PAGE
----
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Posts tagged Lake Habbaniyah

Lakes and Borders of Iraq – February 5th, 2013

32.7N 43.6E

February 5th, 2013 Category: Clouds, Image of the day

Iraq – January 27th, 2013

Although a large portion of the Middle East is cloud covered, the use of the Chelys Satellite Rapid Response System (SRRS) “borders” feature allows the borders between Iraq (center), Iran (right) and Kuwait (bottom left) to be clearly visible. This features also allows three lakes’ locations in Iraq to be observed despite the clouds: Lake Tharthar, Lake Habbaniyah and Lake Milh (top to bottom).

Lakes Tharthar, Habbaniyah and Qadisiyah, Iraq

33.9N 43.2E

March 2nd, 2012 Category: Lakes

Iraq - March 1st, 2012

This image shows the slightly irregular shoreline of the teardrop-shaped Lake Tharthar, in Iraq. Known in Iraq as Buhayrat ath Tharthar, it is the largest lake in the country, although its size fluctuates dramatically with the seasons. It is situated 120 kilometers north of Baghdad between the Tigris and the Euphrates Rivers. The construction of several dams has made it an important source for irrigation.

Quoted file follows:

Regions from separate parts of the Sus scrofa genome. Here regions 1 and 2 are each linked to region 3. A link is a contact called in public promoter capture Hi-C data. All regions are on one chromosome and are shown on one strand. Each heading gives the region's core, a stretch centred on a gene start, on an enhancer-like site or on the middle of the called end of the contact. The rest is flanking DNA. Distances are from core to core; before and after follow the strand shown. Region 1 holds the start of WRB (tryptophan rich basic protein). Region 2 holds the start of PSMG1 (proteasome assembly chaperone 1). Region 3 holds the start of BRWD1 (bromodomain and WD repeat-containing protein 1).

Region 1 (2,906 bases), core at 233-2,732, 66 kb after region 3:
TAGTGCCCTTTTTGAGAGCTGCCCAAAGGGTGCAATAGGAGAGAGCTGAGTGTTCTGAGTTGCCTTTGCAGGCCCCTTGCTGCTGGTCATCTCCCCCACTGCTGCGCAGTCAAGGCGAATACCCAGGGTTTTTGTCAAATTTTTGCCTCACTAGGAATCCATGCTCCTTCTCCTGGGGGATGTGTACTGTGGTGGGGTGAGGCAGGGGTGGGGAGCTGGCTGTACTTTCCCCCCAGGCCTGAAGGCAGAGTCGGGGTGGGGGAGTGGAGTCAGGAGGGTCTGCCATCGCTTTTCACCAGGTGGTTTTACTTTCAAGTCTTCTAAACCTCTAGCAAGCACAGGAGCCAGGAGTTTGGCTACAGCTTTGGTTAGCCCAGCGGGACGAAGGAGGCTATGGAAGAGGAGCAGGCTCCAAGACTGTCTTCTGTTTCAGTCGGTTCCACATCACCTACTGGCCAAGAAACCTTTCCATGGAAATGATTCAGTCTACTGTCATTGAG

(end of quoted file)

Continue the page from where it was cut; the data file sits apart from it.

Visible to the south is Lake Habbaniyah, a shallow natural lake in al-Anbar, Iraq, west of Baghdad. It has a surface area 140 km². Traditionally the lake has been used to hold flood water from the River Euphrates, and in 1956 a barrage was constructed at Ramadi for this purpose. Visible at the left edge of the image, west of Lake Tharthar, is a man-made reservoir: Lake Qadisiyah.  Qadisiyah was formed by the damming of the Euphrates River above Haditha, Iraq, and it sits on the north side of the Haditha Dam. It has 100 kilometres of shoreline and provides irrigation water for nearby cultivated fields.

Lakes Habbaniyah, Milh and Qadisiyah Near Lake Tharthar in Iraq

32.7N 43.6E

February 12th, 2011 Category: Lakes, Rivers

Iraq - January 16th, 2011

The largest lake in this image is the teardrop-shaped Lake Tharthar, situated between the Tigris and the Euphrates rivers in Iraq. The construction of several dams has made it an important source for irrigation.

Several other lakes can also be observed nearby. To the south is
Lake Habbaniyah, a shallow natural lake with a surface area 140 km². Further south is Lake Milh, a depression into which excess water from the Euphrates River is diverted by a controlled escape channel or canal.

Finally, Lake Qadisiyah can be observed to the west of Lake Tharthar. It was formed by the damming of the Euphrates River above Haditha, Iraq. It has 100 kilometres of shoreline and provides irrigation water for nearby cultivated fields.

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